Summary (Masterplots II: American Fiction Series, Revised Edition)
In the Time of the Butterflies is the fictional story of four real persons, the Mirabal sisters of the Dominican Republic. In 1960, three of the sisters, members of the underground movement opposing the regime of the dictator Rafael Trujillo, were ambushed on a lonely mountain road and assassinated. Alvarez’s novel, made up of three sections and an epilogue, intersperses chapters for each sister. All except Dedé’s are first-person narrations; Dedé does narrate the epilogue, however.
Section 1 of the novel (“1928 to 1946”) opens in 1994 with a woman interviewing Dedé about her martyred sisters. The section then describes how youthful Minerva, María Teresa, and Patria awoke to political awareness. Minerva learned of the dictator’s brutality from her schoolmate Sinita, whose family lost all of its men to Trujillo. Minerva educates young María Teresa (Mate). Patria begins to quest on her faith in God and Trujillo as a young wife plunged into a religious crisis after a stillbirth. Minerva is the first to act on her political convictions. Won over to Sinita’s hatred of Trujillo, she performs in a play covertly celebrating pre-Trujillo freedom. Near its end, Sinita, playing Liberty, suddenly walks up to Trujillo with her toy bow and aims an imaginary arrow at him. She is quickly subdued, and the tense moment passes, but Minerva has come to Trujillo’s notice.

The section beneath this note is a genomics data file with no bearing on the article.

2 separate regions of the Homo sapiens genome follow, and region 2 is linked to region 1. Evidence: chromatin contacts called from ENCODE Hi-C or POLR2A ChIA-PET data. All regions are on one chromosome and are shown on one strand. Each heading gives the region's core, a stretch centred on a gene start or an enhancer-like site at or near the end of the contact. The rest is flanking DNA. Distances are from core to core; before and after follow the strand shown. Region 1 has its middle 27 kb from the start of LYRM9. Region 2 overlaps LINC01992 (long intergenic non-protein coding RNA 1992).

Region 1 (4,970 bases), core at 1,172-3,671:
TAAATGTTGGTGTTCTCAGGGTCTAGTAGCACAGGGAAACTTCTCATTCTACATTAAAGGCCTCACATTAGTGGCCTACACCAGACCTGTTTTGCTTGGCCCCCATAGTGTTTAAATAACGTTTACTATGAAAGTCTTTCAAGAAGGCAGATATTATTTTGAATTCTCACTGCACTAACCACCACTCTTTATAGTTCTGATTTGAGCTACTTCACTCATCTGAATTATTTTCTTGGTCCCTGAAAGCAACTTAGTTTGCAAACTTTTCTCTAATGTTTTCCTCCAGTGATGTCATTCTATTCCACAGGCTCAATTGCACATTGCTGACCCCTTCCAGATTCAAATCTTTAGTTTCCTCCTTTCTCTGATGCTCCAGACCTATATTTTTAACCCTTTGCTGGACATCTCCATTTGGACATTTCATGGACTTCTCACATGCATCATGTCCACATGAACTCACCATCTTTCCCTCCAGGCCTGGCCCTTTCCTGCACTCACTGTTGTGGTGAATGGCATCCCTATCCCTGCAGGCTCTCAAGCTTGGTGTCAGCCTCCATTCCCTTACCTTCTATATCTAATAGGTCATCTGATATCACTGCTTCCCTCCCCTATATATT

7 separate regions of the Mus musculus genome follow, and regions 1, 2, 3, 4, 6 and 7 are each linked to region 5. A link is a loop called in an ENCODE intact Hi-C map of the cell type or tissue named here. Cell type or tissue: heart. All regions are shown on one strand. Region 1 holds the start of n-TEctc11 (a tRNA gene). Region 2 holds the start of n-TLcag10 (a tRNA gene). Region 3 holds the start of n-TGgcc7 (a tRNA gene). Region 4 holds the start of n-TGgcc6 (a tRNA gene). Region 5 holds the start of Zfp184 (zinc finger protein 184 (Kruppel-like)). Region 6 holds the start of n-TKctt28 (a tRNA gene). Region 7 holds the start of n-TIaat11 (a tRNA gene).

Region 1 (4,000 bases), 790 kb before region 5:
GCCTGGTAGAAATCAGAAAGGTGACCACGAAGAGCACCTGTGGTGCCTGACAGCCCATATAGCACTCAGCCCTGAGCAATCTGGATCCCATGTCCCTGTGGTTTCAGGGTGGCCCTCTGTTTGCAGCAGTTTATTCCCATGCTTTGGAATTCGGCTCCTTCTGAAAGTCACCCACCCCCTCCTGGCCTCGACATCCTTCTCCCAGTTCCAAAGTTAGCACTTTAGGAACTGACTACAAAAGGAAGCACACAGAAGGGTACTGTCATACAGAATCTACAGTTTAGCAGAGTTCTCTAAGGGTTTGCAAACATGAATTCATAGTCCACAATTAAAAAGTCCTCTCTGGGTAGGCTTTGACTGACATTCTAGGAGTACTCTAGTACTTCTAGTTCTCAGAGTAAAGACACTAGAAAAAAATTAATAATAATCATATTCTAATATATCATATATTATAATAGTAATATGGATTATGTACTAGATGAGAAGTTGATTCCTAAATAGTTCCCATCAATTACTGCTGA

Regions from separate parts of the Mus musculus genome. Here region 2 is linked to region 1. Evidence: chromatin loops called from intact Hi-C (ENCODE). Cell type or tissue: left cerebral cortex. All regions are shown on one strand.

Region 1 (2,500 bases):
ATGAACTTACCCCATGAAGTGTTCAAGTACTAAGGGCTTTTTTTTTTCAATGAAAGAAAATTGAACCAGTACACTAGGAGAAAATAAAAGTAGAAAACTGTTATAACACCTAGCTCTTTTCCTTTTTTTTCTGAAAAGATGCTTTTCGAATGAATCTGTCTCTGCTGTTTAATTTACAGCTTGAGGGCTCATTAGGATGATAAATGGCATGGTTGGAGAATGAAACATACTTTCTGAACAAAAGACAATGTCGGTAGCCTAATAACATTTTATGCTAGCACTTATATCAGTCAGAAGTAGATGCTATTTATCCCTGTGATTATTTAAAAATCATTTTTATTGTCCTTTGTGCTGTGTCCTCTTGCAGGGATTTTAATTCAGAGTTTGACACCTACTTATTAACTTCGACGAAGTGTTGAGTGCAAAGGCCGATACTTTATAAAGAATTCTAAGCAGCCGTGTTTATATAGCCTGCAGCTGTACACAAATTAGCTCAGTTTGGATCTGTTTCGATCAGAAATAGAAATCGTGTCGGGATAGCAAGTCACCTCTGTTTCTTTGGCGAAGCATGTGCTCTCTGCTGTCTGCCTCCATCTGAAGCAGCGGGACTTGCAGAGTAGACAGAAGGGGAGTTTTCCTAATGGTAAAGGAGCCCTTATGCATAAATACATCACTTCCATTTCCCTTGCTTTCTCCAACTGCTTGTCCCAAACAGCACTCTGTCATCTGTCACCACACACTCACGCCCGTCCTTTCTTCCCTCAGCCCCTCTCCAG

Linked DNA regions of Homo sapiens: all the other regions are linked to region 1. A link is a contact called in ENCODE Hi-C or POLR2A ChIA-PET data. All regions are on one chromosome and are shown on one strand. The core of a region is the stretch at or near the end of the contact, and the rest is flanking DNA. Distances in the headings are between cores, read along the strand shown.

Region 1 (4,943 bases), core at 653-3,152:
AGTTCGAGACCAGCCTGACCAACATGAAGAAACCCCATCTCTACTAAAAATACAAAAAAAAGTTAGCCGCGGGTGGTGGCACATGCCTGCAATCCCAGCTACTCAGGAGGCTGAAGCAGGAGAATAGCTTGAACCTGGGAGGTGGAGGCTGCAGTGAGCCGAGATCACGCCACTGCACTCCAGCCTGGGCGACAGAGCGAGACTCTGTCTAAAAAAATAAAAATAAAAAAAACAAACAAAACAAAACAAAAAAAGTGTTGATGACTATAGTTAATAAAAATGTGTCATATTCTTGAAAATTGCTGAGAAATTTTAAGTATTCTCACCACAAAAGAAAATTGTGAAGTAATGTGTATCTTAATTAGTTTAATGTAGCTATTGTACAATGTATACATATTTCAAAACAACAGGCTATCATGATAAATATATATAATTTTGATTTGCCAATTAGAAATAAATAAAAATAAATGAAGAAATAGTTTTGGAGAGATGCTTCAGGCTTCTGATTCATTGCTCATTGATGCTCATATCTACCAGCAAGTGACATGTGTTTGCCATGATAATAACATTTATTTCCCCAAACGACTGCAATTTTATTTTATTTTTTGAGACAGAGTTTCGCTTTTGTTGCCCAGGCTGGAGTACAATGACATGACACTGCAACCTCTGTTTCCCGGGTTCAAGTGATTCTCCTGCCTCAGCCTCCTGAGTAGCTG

Section 2, “1948 to 1959,” covers the years of the...
(The entire section is 761 words.)
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Summary (Masterplots, Fourth Edition)
In 1994, Dede speaks to a “gringo writer” about her past. Dede, who is in her sixties, maintains a museum in the Dominican Republic in honor of her murdered sisters, who were nicknamed Los Mariposas (the butterflies). Dede acts as a guide for her guest, and when the writer leaves, Dede remembers a “clear moonlit night [in 1943] before the future began.” She is with her family and remembers her fun-loving father, her mother, and her sisters.